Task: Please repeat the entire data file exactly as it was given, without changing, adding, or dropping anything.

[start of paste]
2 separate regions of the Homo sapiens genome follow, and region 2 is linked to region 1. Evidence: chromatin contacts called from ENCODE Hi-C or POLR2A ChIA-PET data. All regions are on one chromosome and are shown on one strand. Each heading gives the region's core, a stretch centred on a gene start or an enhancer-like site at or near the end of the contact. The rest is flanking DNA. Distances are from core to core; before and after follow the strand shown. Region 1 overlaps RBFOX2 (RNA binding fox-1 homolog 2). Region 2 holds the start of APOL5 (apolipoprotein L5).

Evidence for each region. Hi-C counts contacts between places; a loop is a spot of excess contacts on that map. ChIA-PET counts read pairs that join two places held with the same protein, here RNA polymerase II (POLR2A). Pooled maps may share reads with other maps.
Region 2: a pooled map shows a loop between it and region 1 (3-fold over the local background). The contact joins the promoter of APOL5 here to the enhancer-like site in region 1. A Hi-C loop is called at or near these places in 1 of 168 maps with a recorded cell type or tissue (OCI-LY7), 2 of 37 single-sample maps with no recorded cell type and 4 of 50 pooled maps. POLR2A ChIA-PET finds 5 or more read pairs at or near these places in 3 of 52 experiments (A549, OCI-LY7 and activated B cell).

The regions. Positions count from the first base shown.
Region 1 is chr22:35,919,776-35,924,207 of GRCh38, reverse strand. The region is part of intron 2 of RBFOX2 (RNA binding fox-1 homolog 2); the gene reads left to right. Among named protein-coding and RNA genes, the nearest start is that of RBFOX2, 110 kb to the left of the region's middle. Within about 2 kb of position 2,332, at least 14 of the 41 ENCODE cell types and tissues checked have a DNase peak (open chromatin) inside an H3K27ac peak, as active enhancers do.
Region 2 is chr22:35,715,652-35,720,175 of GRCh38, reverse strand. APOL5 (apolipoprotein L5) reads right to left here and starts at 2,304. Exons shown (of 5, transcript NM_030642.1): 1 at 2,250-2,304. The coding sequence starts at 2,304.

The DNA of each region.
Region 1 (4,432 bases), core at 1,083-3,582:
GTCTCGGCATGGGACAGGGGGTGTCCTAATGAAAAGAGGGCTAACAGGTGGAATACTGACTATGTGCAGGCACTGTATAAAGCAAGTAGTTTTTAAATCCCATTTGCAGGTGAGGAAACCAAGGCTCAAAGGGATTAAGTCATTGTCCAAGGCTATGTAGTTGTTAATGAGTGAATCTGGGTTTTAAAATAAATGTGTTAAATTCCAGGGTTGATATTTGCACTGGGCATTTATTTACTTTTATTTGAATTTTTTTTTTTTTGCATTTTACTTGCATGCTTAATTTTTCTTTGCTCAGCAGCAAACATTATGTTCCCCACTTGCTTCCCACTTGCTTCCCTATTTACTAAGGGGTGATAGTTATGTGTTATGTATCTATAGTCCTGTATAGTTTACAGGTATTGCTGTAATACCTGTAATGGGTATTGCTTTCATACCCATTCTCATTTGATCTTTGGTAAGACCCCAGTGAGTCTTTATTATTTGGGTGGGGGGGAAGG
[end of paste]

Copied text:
2 separate regions of the Homo sapiens genome follow, and region 2 is linked to region 1. Evidence: chromatin contacts called from ENCODE Hi-C or POLR2A ChIA-PET data. All regions are on one chromosome and are shown on one strand. Each heading gives the region's core, a stretch centred on a gene start or an enhancer-like site at or near the end of the contact. The rest is flanking DNA. Distances are from core to core; before and after follow the strand shown. Region 1 overlaps RBFOX2 (RNA binding fox-1 homolog 2). Region 2 holds the start of APOL5 (apolipoprotein L5).

Evidence for each region. Hi-C counts contacts between places; a loop is a spot of excess contacts on that map. ChIA-PET counts read pairs that join two places held with the same protein, here RNA polymerase II (POLR2A). Pooled maps may share reads with other maps.
Region 2: a pooled map shows a loop between it and region 1 (3-fold over the local background). The contact joins the promoter of APOL5 here to the enhancer-like site in region 1. A Hi-C loop is called at or near these places in 1 of 168 maps with a recorded cell type or tissue (OCI-LY7), 2 of 37 single-sample maps with no recorded cell type and 4 of 50 pooled maps. POLR2A ChIA-PET finds 5 or more read pairs at or near these places in 3 of 52 experiments (A549, OCI-LY7 and activated B cell).

The regions. Positions count from the first base shown.
Region 1 is chr22:35,919,776-35,924,207 of GRCh38, reverse strand. The region is part of intron 2 of RBFOX2 (RNA binding fox-1 homolog 2); the gene reads left to right. Among named protein-coding and RNA genes, the nearest start is that of RBFOX2, 110 kb to the left of the region's middle. Within about 2 kb of position 2,332, at least 14 of the 41 ENCODE cell types and tissues checked have a DNase peak (open chromatin) inside an H3K27ac peak, as active enhancers do.
Region 2 is chr22:35,715,652-35,720,175 of GRCh38, reverse strand. APOL5 (apolipoprotein L5) reads right to left here and starts at 2,304. Exons shown (of 5, transcript NM_030642.1): 1 at 2,250-2,304. The coding sequence starts at 2,304.

The DNA of each region.
Region 1 (4,432 bases), core at 1,083-3,582:
GTCTCGGCATGGGACAGGGGGTGTCCTAATGAAAAGAGGGCTAACAGGTGGAATACTGACTATGTGCAGGCACTGTATAAAGCAAGTAGTTTTTAAATCCCATTTGCAGGTGAGGAAACCAAGGCTCAAAGGGATTAAGTCATTGTCCAAGGCTATGTAGTTGTTAATGAGTGAATCTGGGTTTTAAAATAAATGTGTTAAATTCCAGGGTTGATATTTGCACTGGGCATTTATTTACTTTTATTTGAATTTTTTTTTTTTTGCATTTTACTTGCATGCTTAATTTTTCTTTGCTCAGCAGCAAACATTATGTTCCCCACTTGCTTCCCACTTGCTTCCCTATTTACTAAGGGGTGATAGTTATGTGTTATGTATCTATAGTCCTGTATAGTTTACAGGTATTGCTGTAATACCTGTAATGGGTATTGCTTTCATACCCATTCTCATTTGATCTTTGGTAAGACCCCAGTGAGTCTTTATTATTTGGGTGGGGGGGAAGG